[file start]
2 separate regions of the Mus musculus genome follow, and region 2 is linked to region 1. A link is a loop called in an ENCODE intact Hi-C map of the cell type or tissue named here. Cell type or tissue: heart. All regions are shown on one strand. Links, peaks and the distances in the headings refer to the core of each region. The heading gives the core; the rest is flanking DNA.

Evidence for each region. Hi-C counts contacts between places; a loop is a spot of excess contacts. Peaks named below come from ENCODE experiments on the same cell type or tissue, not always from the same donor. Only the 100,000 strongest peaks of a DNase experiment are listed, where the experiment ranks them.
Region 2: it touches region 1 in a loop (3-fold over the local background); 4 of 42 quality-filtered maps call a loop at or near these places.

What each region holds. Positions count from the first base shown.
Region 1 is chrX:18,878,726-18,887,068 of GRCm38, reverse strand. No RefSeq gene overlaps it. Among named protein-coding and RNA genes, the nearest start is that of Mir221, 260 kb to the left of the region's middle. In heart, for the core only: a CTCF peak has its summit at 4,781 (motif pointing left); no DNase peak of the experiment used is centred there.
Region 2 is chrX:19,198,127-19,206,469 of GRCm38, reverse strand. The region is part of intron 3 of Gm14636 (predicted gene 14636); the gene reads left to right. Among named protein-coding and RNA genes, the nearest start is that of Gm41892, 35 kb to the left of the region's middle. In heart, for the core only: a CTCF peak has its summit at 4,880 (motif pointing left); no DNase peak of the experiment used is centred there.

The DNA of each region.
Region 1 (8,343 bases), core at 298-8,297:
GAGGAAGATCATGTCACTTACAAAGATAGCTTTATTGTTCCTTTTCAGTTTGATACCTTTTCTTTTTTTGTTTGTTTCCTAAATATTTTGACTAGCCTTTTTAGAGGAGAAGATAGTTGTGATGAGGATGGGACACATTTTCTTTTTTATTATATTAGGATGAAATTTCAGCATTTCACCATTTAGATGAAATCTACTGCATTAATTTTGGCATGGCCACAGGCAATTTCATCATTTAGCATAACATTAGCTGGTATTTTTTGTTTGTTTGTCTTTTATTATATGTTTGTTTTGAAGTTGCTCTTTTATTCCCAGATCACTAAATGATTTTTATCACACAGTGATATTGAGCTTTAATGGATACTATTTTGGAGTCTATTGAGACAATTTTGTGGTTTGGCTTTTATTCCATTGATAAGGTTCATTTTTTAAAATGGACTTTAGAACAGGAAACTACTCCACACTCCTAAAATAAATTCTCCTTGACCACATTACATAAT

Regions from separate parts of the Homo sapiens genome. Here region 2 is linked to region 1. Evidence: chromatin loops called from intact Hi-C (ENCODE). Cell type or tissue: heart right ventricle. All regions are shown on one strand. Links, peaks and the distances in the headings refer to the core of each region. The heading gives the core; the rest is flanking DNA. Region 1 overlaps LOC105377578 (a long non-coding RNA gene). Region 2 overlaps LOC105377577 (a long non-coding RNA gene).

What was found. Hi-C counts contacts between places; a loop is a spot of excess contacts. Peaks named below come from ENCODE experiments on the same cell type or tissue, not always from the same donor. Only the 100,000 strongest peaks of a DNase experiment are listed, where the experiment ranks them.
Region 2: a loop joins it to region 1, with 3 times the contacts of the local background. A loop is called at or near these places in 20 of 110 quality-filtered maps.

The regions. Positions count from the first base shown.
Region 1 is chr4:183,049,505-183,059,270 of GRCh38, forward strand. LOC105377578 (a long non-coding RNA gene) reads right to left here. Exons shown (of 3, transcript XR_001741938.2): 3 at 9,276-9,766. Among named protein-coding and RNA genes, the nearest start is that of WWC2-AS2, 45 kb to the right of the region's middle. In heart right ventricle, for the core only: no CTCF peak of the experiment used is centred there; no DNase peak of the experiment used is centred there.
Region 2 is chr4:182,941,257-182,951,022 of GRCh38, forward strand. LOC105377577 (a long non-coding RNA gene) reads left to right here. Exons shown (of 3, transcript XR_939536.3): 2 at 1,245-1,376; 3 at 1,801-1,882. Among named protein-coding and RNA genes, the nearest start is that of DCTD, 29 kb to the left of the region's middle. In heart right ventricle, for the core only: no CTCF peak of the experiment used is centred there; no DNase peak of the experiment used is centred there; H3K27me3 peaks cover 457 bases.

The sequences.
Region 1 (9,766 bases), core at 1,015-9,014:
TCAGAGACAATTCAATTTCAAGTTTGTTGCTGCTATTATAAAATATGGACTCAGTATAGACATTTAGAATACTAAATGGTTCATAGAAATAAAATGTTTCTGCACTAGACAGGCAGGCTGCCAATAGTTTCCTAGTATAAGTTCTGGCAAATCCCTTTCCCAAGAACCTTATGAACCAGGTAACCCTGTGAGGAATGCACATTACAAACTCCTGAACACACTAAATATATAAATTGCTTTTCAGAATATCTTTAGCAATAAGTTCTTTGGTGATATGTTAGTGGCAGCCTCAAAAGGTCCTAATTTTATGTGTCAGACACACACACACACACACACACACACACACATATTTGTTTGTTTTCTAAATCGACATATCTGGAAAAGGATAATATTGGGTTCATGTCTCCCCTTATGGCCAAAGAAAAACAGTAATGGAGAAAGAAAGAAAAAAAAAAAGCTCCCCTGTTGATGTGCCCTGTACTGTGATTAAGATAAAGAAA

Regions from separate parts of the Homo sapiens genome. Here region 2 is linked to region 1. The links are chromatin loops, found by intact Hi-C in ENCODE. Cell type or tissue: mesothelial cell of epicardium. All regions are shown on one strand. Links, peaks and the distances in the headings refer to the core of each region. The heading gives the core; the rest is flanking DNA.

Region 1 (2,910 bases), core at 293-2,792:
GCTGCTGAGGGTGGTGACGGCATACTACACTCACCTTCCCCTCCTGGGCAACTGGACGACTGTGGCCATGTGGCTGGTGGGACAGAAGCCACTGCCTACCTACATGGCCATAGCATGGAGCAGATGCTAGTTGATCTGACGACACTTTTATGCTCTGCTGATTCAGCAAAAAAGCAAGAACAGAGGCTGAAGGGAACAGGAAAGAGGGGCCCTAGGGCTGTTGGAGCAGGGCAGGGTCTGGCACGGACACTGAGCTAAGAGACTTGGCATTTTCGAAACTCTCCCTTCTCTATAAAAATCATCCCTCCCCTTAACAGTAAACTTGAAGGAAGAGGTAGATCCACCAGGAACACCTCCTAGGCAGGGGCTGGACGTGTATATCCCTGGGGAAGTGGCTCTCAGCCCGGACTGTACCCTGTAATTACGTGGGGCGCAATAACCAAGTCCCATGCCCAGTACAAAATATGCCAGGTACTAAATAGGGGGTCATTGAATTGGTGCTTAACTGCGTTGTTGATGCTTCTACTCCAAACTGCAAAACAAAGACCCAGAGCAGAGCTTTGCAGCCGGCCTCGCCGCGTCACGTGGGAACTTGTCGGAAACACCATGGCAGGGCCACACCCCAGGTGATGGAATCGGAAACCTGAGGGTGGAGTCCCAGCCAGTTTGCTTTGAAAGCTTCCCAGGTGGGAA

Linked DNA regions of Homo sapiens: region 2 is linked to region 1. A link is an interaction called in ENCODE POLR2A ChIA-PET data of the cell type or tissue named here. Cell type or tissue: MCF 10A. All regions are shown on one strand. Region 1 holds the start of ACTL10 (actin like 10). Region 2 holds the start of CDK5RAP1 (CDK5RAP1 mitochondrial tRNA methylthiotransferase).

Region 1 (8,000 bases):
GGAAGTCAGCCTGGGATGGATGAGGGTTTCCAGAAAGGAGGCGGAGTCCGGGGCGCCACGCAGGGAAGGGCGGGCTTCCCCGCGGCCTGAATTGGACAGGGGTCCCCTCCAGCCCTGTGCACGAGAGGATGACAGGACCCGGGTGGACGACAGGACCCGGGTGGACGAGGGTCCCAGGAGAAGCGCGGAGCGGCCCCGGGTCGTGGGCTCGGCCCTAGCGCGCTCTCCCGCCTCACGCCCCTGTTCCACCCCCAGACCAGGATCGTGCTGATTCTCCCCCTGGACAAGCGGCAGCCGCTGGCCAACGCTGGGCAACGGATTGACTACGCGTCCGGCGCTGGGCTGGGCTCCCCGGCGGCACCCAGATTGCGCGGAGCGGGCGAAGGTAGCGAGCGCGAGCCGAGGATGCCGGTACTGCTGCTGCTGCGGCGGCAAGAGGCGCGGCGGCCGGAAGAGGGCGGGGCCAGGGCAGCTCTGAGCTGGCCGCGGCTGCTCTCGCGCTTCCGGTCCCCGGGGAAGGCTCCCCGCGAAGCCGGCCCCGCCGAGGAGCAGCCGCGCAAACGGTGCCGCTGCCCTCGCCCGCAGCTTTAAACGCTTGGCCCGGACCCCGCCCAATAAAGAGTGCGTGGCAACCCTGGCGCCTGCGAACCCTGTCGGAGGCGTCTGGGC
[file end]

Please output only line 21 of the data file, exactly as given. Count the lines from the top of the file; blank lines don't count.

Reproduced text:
GCTGCTGAGGGTGGTGACGGCATACTACACTCACCTTCCCCTCCTGGGCAACTGGACGACTGTGGCCATGTGGCTGGTGGGACAGAAGCCACTGCCTACCTACATGGCCATAGCATGGAGCAGATGCTAGTTGATCTGACGACACTTTTATGCTCTGCTGATTCAGCAAAAAAGCAAGAACAGAGGCTGAAGGGAACAGGAAAGAGGGGCCCTAGGGCTGTTGGAGCAGGGCAGGGTCTGGCACGGACACTGAGCTAAGAGACTTGGCATTTTCGAAACTCTCCCTTCTCTATAAAAATCATCCCTCCCCTTAACAGTAAACTTGAAGGAAGAGGTAGATCCACCAGGAACACCTCCTAGGCAGGGGCTGGACGTGTATATCCCTGGGGAAGTGGCTCTCAGCCCGGACTGTACCCTGTAATTACGTGGGGCGCAATAACCAAGTCCCATGCCCAGTACAAAATATGCCAGGTACTAAATAGGGGGTCATTGAATTGGTGCTTAACTGCGTTGTTGATGCTTCTACTCCAAACTGCAAAACAAAGACCCAGAGCAGAGCTTTGCAGCCGGCCTCGCCGCGTCACGTGGGAACTTGTCGGAAACACCATGGCAGGGCCACACCCCAGGTGATGGAATCGGAAACCTGAGGGTGGAGTCCCAGCCAGTTTGCTTTGAAAGCTTCCCAGGTGGGAA